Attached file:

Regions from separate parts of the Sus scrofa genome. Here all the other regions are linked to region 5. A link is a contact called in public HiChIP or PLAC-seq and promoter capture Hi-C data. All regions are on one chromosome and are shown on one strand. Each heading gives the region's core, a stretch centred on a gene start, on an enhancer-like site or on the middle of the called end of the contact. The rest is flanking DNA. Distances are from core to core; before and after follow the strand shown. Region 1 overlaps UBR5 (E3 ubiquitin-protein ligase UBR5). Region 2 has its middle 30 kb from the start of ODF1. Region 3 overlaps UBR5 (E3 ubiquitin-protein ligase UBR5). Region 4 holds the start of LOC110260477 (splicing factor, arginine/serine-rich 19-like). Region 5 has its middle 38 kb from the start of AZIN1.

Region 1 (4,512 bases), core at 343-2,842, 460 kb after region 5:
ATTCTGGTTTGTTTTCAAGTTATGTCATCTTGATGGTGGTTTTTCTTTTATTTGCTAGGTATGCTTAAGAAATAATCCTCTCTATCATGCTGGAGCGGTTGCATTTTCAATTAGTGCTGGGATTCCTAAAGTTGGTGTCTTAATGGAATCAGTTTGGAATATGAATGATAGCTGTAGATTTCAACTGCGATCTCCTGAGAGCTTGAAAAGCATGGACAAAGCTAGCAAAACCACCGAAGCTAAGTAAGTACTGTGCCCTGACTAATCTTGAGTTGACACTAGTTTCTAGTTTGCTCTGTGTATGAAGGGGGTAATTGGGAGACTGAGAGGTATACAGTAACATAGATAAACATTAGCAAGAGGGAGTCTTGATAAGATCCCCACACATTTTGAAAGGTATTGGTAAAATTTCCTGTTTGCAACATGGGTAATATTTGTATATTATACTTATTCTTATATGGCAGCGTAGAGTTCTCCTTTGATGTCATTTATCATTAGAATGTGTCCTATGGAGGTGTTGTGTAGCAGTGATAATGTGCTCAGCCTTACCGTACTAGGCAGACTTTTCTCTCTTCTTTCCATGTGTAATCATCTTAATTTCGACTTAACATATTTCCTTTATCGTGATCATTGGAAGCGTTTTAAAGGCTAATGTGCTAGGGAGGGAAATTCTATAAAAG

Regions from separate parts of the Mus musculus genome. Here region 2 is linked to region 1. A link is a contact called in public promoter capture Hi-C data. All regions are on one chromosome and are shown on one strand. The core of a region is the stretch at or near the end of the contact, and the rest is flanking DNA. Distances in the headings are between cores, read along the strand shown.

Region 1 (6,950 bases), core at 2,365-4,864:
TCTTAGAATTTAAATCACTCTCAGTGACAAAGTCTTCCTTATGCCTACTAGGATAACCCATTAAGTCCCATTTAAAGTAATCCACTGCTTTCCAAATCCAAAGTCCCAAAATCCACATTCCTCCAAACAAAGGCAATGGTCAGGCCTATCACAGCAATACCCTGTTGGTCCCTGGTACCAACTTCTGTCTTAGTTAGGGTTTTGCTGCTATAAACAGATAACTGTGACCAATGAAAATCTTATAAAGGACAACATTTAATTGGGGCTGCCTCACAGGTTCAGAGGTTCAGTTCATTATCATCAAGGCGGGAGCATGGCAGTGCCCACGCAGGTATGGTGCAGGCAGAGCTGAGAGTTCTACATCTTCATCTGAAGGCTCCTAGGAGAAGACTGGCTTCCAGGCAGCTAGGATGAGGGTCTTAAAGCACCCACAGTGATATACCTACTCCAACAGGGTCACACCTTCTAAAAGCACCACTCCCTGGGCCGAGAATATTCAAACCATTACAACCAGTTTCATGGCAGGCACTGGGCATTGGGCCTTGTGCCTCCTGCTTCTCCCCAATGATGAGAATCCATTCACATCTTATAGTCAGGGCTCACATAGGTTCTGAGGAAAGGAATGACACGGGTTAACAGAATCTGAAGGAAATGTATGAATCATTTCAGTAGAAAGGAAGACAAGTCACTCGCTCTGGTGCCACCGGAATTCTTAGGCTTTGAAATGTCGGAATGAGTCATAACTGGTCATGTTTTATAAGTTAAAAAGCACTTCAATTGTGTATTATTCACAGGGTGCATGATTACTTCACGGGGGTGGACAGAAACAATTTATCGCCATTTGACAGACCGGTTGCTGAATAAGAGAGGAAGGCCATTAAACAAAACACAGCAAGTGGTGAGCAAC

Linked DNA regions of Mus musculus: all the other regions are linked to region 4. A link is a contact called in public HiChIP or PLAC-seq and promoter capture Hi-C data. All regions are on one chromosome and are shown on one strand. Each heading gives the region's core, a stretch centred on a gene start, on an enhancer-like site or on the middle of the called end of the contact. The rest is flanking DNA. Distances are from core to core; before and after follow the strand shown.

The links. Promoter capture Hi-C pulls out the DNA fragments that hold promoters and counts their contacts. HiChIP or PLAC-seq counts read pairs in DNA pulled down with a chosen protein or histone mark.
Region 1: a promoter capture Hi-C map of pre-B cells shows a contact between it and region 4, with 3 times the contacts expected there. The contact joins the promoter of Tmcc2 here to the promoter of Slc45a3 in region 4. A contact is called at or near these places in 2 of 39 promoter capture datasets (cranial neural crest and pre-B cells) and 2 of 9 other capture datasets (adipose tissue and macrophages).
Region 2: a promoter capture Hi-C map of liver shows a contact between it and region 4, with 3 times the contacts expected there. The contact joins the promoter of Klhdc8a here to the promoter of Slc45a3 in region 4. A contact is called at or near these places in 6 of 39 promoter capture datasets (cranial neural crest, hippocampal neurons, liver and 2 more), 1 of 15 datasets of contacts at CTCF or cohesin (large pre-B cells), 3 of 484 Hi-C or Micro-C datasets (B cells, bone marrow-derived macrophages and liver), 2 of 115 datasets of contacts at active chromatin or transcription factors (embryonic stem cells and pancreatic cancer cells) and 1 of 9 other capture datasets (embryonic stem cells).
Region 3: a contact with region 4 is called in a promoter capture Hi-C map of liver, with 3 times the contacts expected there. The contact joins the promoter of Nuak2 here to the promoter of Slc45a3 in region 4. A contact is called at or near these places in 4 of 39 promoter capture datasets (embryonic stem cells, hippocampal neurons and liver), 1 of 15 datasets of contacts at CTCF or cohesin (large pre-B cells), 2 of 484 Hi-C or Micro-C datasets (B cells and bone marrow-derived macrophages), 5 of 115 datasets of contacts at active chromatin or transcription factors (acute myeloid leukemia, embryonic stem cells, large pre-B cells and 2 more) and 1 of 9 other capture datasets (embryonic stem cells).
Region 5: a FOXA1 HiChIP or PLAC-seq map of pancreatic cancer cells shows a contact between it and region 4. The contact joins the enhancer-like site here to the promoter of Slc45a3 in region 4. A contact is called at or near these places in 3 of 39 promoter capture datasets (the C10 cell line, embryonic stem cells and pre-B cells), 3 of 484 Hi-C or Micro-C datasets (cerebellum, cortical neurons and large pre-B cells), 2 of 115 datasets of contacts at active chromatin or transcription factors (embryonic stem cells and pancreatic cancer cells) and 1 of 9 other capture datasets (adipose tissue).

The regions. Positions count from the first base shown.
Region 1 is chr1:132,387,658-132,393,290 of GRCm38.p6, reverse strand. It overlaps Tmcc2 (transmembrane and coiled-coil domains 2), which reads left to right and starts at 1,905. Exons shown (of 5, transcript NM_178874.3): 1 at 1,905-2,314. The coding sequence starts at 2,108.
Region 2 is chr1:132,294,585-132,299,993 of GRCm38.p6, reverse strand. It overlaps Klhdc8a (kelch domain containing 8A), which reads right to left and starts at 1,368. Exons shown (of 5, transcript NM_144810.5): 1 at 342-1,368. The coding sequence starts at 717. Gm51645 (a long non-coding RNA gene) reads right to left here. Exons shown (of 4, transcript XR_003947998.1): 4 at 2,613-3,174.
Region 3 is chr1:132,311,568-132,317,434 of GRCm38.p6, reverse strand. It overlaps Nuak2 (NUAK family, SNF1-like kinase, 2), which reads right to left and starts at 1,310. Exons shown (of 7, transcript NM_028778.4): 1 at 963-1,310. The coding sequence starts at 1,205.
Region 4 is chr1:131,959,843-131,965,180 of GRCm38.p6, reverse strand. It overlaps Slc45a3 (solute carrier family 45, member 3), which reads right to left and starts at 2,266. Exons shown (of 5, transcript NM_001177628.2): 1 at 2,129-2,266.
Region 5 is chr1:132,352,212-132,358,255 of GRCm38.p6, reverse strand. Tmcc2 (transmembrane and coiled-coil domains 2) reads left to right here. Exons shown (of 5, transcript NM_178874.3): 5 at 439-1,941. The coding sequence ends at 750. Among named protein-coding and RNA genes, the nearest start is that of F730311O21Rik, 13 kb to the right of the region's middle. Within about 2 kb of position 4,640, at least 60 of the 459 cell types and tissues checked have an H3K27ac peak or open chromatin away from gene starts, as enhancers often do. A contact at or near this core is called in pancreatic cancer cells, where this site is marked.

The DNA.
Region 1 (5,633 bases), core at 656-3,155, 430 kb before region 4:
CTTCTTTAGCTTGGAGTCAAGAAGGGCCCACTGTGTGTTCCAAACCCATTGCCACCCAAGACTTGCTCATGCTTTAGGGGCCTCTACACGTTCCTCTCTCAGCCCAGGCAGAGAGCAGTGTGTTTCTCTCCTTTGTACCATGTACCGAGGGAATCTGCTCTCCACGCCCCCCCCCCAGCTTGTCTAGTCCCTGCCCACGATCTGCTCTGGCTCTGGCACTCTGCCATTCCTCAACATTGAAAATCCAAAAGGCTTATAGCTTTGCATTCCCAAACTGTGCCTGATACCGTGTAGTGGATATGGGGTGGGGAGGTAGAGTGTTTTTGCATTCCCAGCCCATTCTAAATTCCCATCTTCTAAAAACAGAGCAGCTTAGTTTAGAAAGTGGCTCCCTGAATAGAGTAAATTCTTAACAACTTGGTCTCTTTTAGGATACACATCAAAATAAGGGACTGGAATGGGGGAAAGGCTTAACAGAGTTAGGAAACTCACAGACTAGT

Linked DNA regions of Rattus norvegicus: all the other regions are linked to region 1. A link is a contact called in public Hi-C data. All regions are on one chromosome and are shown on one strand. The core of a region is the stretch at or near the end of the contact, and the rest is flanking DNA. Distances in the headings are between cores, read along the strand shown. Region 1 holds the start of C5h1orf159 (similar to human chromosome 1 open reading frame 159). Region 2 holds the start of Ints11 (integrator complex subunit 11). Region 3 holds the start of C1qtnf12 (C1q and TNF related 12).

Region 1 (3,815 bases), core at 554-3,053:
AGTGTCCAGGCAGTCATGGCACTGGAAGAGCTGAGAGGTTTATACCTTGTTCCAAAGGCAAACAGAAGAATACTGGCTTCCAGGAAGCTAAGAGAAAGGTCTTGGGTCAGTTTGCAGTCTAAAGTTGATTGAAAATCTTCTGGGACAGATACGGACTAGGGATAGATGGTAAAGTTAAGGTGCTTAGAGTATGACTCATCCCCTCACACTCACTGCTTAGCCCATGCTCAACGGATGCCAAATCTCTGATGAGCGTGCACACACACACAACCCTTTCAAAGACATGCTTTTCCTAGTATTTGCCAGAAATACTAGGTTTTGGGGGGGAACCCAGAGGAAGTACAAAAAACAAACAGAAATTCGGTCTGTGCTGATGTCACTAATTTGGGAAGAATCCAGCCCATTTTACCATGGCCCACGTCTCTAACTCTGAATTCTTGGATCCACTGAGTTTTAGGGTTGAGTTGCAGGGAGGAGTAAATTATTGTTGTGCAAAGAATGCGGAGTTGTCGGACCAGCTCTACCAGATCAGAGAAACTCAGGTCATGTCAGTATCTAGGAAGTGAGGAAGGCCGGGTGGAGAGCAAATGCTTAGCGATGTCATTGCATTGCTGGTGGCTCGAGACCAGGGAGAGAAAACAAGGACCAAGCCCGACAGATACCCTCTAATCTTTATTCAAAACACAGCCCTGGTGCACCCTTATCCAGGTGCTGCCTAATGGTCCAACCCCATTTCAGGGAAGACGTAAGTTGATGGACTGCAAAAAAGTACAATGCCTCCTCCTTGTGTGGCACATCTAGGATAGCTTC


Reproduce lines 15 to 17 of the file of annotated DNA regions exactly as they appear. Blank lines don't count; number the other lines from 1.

Region 2 is chr1:132,294,585-132,299,993 of GRCm38.p6, reverse strand. It overlaps Klhdc8a (kelch domain containing 8A), which reads right to left and starts at 1,368. Exons shown (of 5, transcript NM_144810.5): 1 at 342-1,368. The coding sequence starts at 717. Gm51645 (a long non-coding RNA gene) reads right to left here. Exons shown (of 4, transcript XR_003947998.1): 4 at 2,613-3,174.
Region 3 is chr1:132,311,568-132,317,434 of GRCm38.p6, reverse strand. It overlaps Nuak2 (NUAK family, SNF1-like kinase, 2), which reads right to left and starts at 1,310. Exons shown (of 7, transcript NM_028778.4): 1 at 963-1,310. The coding sequence starts at 1,205.
Region 4 is chr1:131,959,843-131,965,180 of GRCm38.p6, reverse strand. It overlaps Slc45a3 (solute carrier family 45, member 3), which reads right to left and starts at 2,266. Exons shown (of 5, transcript NM_001177628.2): 1 at 2,129-2,266.